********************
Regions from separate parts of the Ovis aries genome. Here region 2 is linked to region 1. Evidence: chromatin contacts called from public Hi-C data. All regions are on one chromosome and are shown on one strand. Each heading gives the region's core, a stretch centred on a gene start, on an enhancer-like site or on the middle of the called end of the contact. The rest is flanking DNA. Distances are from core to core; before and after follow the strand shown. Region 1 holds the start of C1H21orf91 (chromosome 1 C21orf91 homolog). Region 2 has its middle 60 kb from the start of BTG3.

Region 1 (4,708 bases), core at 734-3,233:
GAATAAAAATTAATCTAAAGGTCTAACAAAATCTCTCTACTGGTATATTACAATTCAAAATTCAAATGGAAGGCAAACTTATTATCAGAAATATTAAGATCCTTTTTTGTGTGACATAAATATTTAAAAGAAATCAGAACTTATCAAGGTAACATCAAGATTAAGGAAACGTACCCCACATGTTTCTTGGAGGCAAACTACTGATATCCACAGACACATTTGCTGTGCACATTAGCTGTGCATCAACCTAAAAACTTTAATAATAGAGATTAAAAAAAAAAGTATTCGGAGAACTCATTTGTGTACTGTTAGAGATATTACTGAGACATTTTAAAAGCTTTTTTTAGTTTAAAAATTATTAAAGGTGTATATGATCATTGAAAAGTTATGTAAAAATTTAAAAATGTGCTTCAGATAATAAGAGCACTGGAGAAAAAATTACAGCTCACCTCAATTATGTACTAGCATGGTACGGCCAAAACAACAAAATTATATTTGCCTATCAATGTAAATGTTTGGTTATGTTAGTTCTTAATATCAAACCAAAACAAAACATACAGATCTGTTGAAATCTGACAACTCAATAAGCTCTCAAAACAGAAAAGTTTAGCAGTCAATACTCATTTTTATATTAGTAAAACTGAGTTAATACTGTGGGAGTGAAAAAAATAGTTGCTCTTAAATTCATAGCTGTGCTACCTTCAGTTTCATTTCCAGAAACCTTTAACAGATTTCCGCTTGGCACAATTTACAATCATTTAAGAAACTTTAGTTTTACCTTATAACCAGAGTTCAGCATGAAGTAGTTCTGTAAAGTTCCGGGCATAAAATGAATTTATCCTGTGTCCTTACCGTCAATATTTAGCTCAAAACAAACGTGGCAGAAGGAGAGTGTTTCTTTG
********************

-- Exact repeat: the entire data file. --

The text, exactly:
Regions from separate parts of the Ovis aries genome. Here region 2 is linked to region 1. Evidence: chromatin contacts called from public Hi-C data. All regions are on one chromosome and are shown on one strand. Each heading gives the region's core, a stretch centred on a gene start, on an enhancer-like site or on the middle of the called end of the contact. The rest is flanking DNA. Distances are from core to core; before and after follow the strand shown. Region 1 holds the start of C1H21orf91 (chromosome 1 C21orf91 homolog). Region 2 has its middle 60 kb from the start of BTG3.

Region 1 (4,708 bases), core at 734-3,233:
GAATAAAAATTAATCTAAAGGTCTAACAAAATCTCTCTACTGGTATATTACAATTCAAAATTCAAATGGAAGGCAAACTTATTATCAGAAATATTAAGATCCTTTTTTGTGTGACATAAATATTTAAAAGAAATCAGAACTTATCAAGGTAACATCAAGATTAAGGAAACGTACCCCACATGTTTCTTGGAGGCAAACTACTGATATCCACAGACACATTTGCTGTGCACATTAGCTGTGCATCAACCTAAAAACTTTAATAATAGAGATTAAAAAAAAAAGTATTCGGAGAACTCATTTGTGTACTGTTAGAGATATTACTGAGACATTTTAAAAGCTTTTTTTAGTTTAAAAATTATTAAAGGTGTATATGATCATTGAAAAGTTATGTAAAAATTTAAAAATGTGCTTCAGATAATAAGAGCACTGGAGAAAAAATTACAGCTCACCTCAATTATGTACTAGCATGGTACGGCCAAAACAACAAAATTATATTTGCCTATCAATGTAAATGTTTGGTTATGTTAGTTCTTAATATCAAACCAAAACAAAACATACAGATCTGTTGAAATCTGACAACTCAATAAGCTCTCAAAACAGAAAAGTTTAGCAGTCAATACTCATTTTTATATTAGTAAAACTGAGTTAATACTGTGGGAGTGAAAAAAATAGTTGCTCTTAAATTCATAGCTGTGCTACCTTCAGTTTCATTTCCAGAAACCTTTAACAGATTTCCGCTTGGCACAATTTACAATCATTTAAGAAACTTTAGTTTTACCTTATAACCAGAGTTCAGCATGAAGTAGTTCTGTAAAGTTCCGGGCATAAAATGAATTTATCCTGTGTCCTTACCGTCAATATTTAGCTCAAAACAAACGTGGCAGAAGGAGAGTGTTTCTTTG